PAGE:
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YUMA, Ariz. -- As Marine Corps investigators scour the wreckage of two helicopters that collided near Yuma, Ariz., killing seven Marines, they are likely to consider whether advanced technology designed to prevent midair collisions could avert such incidents in the future, a Marine spokesman said Thursday.

The Marines, six from Camp Pendleton in California and one from Yuma, were training for deployment to Afghanistan when their AH-1W Cobra and UH-1Y Huey crashed about 8 p.m. Wednesday in a remote section of the Yuma Training Range Complex.

Marine investigators Thursday began combing through wreckage, communication logs and flight plans at the outset of two probes, said 1st Lt. Tyler Balzer, spokesman for Marine Corps Air Station Miramar in California.

One investigation will seek to assign responsibility for the crash, and the other will look at how to make inherently dangerous combat training safer, Balzer said.

Advanced technology for avoiding midair collisions will "certainly" have a role in the safety investigation, which will also look at equipment maintenance, training and procedures leading up to the crash, Balzer said.

"Whenever they look at something like this, they look at what technologies the Marine Corps could try to develop to prevent" a similar accident, he said.

Since 1980, the Navy has recorded 33 aviation incidents with seven or more fatalities, according to April Phillips of the Naval Safety Center in Norfork, Va.

In 1999, the Navy mandated installation of collision-avoidance systems on new and existing Navy aircraft. The Navy has also been testing radar technology to help airmen avoid midair collisions, but it was not installed on the types of aircraft involved in Wednesday's crash.

The UH-1Y Huey and the AH-1W aircraft are equipped with lights visible by day and night and with night-vision goggles, says Capt. Brian Block, spokesman for Headquarters Marine Corps. No other midair-collision-avoidance systems are installed on the UH-1Y or the AH-1W aircraft, Block said.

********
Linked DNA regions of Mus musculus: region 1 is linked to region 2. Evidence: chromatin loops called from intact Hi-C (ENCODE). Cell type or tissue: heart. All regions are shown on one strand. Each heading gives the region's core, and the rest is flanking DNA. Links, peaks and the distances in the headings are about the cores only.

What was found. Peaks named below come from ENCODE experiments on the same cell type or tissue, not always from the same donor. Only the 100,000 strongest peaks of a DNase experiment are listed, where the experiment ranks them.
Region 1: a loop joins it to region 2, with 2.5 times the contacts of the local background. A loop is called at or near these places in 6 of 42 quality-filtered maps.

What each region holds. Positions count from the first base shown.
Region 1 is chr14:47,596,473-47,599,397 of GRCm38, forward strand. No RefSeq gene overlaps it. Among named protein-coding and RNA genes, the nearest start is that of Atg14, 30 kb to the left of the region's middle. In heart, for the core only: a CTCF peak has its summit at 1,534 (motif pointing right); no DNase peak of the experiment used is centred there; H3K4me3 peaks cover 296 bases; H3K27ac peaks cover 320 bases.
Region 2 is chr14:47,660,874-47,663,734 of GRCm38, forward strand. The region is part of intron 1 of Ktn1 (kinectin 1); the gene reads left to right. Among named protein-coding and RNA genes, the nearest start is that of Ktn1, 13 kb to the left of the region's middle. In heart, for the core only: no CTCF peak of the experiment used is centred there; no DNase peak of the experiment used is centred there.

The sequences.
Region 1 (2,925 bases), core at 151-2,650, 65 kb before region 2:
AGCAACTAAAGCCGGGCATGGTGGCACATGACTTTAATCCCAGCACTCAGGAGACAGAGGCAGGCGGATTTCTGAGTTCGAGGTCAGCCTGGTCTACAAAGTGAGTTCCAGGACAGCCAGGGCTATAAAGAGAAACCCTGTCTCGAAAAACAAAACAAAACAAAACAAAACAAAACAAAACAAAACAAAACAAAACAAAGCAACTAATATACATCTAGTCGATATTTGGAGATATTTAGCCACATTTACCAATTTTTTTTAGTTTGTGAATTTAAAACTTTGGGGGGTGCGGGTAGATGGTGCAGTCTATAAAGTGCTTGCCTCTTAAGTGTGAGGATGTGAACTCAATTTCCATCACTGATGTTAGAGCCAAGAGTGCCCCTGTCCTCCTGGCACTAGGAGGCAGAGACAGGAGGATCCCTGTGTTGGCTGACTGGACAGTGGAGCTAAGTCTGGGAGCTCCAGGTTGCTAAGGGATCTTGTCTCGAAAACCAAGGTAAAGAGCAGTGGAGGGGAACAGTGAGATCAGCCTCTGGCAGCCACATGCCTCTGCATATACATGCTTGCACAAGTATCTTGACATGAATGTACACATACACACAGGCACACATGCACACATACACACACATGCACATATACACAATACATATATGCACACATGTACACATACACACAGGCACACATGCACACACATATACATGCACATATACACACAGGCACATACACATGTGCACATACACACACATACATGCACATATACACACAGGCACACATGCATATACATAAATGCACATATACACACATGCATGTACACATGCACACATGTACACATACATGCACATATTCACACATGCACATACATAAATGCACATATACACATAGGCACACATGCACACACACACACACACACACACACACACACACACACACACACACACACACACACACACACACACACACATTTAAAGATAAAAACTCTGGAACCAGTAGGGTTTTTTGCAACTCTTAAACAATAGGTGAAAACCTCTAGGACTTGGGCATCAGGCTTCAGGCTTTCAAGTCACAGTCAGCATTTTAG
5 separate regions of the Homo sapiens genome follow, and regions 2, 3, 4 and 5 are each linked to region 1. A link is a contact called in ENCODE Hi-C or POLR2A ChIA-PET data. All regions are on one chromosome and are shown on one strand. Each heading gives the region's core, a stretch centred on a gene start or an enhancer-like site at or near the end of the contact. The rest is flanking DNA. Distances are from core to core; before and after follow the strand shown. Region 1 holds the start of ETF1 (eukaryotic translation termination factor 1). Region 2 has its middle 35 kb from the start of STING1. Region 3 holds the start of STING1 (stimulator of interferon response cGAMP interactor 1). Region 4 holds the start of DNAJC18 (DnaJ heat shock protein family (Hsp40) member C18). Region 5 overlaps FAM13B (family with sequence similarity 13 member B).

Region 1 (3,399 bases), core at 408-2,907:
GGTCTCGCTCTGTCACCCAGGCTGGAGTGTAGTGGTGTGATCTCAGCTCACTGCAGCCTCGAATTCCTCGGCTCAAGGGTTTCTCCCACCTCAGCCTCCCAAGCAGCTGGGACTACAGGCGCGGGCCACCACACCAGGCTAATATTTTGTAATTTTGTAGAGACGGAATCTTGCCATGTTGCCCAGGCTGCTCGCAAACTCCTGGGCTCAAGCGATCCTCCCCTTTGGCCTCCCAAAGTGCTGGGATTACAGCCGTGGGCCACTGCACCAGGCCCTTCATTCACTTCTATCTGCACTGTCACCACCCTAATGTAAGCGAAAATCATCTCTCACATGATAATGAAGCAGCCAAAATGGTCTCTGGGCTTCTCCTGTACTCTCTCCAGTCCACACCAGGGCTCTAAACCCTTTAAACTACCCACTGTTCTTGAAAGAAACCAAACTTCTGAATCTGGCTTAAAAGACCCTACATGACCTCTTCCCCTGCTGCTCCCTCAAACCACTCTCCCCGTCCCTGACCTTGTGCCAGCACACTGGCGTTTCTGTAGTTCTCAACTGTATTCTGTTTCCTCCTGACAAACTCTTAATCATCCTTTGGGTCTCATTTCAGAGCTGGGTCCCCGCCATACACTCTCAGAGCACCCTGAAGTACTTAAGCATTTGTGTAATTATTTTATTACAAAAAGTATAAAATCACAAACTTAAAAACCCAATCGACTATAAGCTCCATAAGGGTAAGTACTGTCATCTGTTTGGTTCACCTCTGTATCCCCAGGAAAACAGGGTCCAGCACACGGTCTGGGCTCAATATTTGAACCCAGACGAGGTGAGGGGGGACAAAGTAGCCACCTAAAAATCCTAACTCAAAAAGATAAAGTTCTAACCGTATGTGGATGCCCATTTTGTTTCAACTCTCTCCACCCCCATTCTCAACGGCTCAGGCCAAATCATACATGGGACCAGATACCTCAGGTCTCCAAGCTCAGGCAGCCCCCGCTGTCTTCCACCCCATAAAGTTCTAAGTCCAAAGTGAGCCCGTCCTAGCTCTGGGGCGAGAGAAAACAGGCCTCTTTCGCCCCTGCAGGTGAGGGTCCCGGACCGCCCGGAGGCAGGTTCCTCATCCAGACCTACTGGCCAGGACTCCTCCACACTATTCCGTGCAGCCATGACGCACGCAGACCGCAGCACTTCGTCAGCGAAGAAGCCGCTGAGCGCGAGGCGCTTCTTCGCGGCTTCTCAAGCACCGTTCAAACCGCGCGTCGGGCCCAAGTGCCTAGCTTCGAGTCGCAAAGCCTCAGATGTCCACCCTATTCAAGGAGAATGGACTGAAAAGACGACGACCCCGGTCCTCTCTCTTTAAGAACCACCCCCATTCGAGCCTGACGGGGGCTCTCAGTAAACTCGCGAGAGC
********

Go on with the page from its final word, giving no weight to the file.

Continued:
The Cobra and Huey were training together, carrying explosives, along with at least two other aircraft, according to Col. Robert Kuckuk, air station commander for the Marine Corps Air Station in Yuma.

The Yuma range, with its desert terrain, is similar to what Marines would encounter in Afghanistan, and the aircraft used are identical to those used in combat, said Cpl. Steven Posy, a Miramar spokesman.

Adding technology to combat helicopters would have to be carefully considered because weight and space are scarce, said Jay Brown, executive director of the Combat Helicopter Pilots Association, a veterans group.

Brown, who flew combat missions in Vietnam, over the Persian Gulf during the Iran-Iraq War and in Operation Desert Storm, said any technology that uses radar or emits a radio frequency could be self-defeating.

"Radar is a transmitter, and the people you're fighting, the enemy, have the capability to detect transmitters," Brown said. "It would be tantamount to flying across the battlefield with a big red flag. You might as well turn your lights up and say, 'Here I am.' "

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